Has Novak Djokovic begin to feel the fallout from his freedom of speech and action?



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Has Novak Djokovic begin to feel the fallout from his freedom of speech and action?

The Australian Open might have been the beginning of Novak Djokovic's debacle, but it doesn't look like it will be the last. He's had his say so and his choice respected but not without some flareups including being deported back to his homeland and being banned from Australia for possibly three years.

There was a wonder about his sponsorship too and now things have shifted a bit with one. "No, we will not continue with the sponsorship of Djokovic," the CEO of the Stellantis Group for Peugeot Cars, Carlos Tavares commented to El Espanol media.

At the start of Novak Djokovic's situation on playing in the Australian Open unvaccinated, sponsors including Peugeot weren't concerned. Things have changed and it appears that neither the Australian Open or Peugeot will be the end-all of Djokovic's quest to keep his sponsors and his no vaccine status honored.

The Serb didn't only have those two situations at his back but losing his no. 1 spot to Russia's Daniil Medvedev was another thorn in his side. The new no. 1 got there by making the Mexican Open semifinals. But it's yet to be seen how long he will be able to play due to Russia's actions against the Ukraine.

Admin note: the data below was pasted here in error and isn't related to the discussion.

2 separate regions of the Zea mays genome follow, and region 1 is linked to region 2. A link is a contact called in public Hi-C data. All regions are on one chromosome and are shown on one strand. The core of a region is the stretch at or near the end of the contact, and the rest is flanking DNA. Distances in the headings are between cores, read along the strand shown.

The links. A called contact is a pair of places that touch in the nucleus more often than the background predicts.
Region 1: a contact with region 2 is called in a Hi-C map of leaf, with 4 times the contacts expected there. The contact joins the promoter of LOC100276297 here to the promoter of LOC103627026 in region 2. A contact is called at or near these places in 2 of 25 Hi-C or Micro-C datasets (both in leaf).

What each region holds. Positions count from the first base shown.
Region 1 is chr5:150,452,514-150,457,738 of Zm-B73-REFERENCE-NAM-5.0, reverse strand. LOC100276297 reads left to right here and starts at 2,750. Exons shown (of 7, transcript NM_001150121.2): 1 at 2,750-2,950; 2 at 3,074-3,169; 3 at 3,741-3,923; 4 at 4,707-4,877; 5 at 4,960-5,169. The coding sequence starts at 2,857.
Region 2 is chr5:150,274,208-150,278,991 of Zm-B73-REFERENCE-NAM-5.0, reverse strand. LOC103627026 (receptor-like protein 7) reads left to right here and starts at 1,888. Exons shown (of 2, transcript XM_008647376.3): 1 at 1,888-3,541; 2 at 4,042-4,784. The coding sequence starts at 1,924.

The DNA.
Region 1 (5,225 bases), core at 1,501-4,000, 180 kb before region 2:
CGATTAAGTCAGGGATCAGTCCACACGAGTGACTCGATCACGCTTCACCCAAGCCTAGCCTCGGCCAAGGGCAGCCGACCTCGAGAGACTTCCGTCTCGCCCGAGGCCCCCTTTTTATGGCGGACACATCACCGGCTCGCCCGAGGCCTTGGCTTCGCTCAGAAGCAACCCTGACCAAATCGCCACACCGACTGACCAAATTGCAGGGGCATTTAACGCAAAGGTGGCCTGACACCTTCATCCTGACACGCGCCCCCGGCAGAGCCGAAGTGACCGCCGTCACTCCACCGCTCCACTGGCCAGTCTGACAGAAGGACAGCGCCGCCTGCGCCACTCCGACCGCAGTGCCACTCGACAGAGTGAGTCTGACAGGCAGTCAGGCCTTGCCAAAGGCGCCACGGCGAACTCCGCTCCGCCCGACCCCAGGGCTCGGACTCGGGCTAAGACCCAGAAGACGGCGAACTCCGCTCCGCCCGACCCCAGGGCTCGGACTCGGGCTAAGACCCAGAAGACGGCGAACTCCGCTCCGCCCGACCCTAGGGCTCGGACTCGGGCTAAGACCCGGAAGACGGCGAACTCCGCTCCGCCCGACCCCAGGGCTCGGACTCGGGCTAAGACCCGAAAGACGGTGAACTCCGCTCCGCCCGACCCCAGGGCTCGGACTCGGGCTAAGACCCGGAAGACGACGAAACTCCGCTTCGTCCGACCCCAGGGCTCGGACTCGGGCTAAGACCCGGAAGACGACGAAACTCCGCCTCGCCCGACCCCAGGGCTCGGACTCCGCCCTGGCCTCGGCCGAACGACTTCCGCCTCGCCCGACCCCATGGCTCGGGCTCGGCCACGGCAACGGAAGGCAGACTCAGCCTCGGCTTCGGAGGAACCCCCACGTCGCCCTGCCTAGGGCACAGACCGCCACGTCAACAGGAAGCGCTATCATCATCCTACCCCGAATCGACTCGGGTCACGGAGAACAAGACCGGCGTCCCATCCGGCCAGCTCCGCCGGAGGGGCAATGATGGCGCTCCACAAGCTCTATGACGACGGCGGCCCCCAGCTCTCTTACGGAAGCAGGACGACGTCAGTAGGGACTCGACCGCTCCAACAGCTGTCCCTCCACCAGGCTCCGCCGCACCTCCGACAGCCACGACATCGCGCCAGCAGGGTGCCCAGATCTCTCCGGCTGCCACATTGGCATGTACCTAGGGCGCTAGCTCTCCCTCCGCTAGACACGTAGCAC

The ITF's (International Tennis Federation) is possibly thinking of suspending Russian and Belarus players from tournaments. Novak Djokovic is commited to having his decision but admits he may not be able to play some Grand Slams who will only honor vaccinated players.

He is also uncertain of his participation with the upcoming Indian Wells and Miami events this month because of his status and their mandatory stipulations. "I understand the consequences of my decision...That is the price that I'm willing to pay," the Serb has explained.

He continues on deeply commenting to the npr.org media that "Because the principles of decision-making on my body are more important than any title or anything else. I'm trying to be in tune with my body..." But that was at the beginning of the circumstances.

Will 'The Joker' as he so long ago was nicknamed willfully be able to deal with the consequences? If and when all the tournaments require vaccinated players, where will that leave him? The price he pays may not only be a few events he'll be barred from participation.

As for the other sponsors, it's a waiting game as to what they will decide to do in response to Djokovic's strong will at staying unvaccinated. They clearly won't see their reputation tarnished over one player's freedom of speech and resilient actions at such a universal situation.